Award winning poet/photographer, Lynn Tait, is a member of several professional associations including the League of Canadian Poets. Her work has appeared in a variety of publications and in over 60 anthologies.
Lynn’s approachable presence and infectious smile light up our Lambton Writers’ Association gatherings. It’s been such a pleasure to interview her for Writers Networking.
G: Lynn, when did you first know you were a writer/photographer?
L: Hmmm. As a writer in the general sense –fairly early. About 9 years old. A poet – I had a fabulous Creative Writing and Theatre Arts high school teacher – Sandra Lawrence, who I am still in contact with through Face Book, who encouraged me; but I did not publically call myself a poet until about 10 or so years ago, even though I’ve been publishing in literary magazines since I was 15 years old. I’ve been writing for over 40 years. There was a 5 year stretch when I wrote nothing, but sang bass with Seaway Sounds, an international barbershop chorus based in Sarnia. It is quite a disciplined style of singing. We competed, so choreography, costume, and make-up was important, as well as exact phrasing musically. I was asked to do a poetic interpretation of Danny Boy for competition and this led me back to writing. Photography: Ha ha. I fell into it through spending hours on the back of my husband’s motorcycle ruminating over life decisions until I thought: This is crazy! So I decided a camera might help and it did. I joined the Sarnia Photography Club. Wow what a great supportive organization that is, with amazing people! I have no problem calling myself amateur photographer or visual artist even though I’ve only been doing it for the past 11 years.
G: How do your previous work and/or life experiences influence your writing/photography?
L: Work-wise very little. The plan was to study Journalism at Ryerson, but life got in the way and I left home at 16. I attended Waterloo University by correspondence after I married and that influenced my writing. I planned to major in English, minor in History and Philosophy, but my son was born, money and time was not there, (my husband was a shift-worker), so I worked part-time as a school bus driver. I could pursue hobbies and be a wife and mother pretty well full time. I read a lot and that is a major influence and life experiences have been a great influence, but indirectly. Music is also a huge inspiration.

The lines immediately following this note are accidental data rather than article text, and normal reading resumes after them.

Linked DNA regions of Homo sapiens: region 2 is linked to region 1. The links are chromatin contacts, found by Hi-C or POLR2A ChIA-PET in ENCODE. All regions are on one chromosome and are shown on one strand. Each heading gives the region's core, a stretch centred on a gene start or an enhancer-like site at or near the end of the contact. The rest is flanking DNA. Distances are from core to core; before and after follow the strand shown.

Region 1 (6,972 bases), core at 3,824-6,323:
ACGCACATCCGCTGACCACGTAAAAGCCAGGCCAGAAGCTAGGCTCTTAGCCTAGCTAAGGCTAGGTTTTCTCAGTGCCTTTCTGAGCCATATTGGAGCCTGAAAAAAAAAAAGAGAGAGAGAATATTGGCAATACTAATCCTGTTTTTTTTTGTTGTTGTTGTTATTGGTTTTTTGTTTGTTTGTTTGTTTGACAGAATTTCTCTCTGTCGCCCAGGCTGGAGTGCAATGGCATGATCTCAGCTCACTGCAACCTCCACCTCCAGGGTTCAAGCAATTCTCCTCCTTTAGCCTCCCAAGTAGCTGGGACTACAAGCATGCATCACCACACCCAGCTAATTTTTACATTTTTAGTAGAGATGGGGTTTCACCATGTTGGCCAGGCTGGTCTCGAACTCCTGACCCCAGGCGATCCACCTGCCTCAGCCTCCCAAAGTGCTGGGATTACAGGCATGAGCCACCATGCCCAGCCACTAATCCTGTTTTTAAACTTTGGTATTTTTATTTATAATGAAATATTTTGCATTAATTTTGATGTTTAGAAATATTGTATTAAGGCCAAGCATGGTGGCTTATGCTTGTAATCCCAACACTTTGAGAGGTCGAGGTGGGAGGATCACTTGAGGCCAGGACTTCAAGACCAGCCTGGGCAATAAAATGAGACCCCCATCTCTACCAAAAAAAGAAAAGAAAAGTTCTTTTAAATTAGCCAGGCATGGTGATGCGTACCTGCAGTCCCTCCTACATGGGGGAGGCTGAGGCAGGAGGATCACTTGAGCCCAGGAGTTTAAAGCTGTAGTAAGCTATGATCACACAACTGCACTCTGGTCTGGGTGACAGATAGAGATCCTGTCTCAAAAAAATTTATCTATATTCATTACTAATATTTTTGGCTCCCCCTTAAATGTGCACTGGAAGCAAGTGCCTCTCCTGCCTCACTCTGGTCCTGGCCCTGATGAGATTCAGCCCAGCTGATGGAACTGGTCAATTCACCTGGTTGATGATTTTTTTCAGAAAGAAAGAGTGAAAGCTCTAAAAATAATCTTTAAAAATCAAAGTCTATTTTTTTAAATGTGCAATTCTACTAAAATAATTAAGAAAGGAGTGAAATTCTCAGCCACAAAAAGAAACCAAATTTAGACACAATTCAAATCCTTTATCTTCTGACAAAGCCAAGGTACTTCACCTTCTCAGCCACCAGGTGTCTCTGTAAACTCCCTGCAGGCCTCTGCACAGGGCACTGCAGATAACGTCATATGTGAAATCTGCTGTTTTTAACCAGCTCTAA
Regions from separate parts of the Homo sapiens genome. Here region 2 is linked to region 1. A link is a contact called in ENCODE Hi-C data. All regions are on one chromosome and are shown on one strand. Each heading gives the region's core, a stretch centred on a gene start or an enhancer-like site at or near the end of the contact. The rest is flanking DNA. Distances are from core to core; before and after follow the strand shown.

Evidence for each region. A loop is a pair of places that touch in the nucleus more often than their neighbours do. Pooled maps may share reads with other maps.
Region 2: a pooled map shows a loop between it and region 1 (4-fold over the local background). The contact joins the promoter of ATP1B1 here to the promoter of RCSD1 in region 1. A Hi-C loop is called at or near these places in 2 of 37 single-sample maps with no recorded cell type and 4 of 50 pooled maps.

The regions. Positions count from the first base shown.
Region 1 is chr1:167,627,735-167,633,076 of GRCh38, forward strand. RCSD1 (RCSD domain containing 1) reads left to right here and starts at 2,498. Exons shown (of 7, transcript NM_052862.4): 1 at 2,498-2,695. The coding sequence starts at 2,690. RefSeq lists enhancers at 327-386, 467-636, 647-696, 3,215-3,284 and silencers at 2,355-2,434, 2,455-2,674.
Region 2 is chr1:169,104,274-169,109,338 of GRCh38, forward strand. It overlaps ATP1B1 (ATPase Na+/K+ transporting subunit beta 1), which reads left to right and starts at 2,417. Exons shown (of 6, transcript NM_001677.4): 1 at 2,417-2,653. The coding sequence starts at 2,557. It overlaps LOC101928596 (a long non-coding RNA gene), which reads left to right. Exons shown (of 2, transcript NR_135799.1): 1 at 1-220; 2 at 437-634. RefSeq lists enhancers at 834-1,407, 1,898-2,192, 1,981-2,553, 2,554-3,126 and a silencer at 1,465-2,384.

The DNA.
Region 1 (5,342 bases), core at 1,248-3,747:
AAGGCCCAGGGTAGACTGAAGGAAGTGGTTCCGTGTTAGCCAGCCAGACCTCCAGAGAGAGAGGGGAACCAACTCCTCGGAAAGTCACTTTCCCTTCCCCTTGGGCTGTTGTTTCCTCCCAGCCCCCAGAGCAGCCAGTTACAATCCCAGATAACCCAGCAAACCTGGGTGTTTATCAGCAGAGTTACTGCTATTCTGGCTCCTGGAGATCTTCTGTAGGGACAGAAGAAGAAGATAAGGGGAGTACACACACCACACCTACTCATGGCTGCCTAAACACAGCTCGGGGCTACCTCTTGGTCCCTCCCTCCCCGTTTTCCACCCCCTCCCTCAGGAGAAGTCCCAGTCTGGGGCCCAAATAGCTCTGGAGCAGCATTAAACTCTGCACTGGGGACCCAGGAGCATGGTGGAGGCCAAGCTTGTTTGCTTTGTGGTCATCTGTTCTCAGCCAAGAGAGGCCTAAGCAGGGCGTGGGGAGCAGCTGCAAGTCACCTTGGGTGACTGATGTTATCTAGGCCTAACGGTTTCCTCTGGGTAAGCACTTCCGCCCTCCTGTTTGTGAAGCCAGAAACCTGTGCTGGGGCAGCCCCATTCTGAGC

G: What are the genres in which you write or work as a visual artist? Do you have a preferred one?
L: With writing it is mostly Poetry, usually non-rhyming, but I do like to work with forms. Erasure poetry and the glosa interest me. I do write the occasional review when asked. I’m not very disciplined, so unless given a task and deadline I seldom write prose. I would love to write personal essays, and had a talent for essay writing in my early twenties, I’ve never been focused long enough to seriously take the time for it. As a visual artist, I am a street photographer. The photographer in motion. My life and travels do not lend themselves to careful scrutiny of subjects, and a good portion of the population do not have the time in their lives either. I quickly size up the subject and snap away. This used to bother me, but now I feel it’s part of who I am and what I do, so I just go with it. I love working in black and white. I love re-touching in Photoshop. I see beauty in ugliness, things broken and abandoned. I also like clean lines – which amuses me. I am a messy, disorganized person by nature. I could never see myself as a working professional, or studio photographer.
G: Do you have a favourite location for writing?
L: No. But I’d love to have a 3 or 4 season sunroom. That would be ideal. I love big windows. I work in my backyard in good weather. I usually write using my laptop, but have been known to write poetry on back pages of books I’m reading. I mark up books, so usually have a pen or pencil handy – I’ll lose the idea if paper isn’t right there, so I’ll write on what is immediately available. I wrote only late at night, but after working and family, afternoons work best now.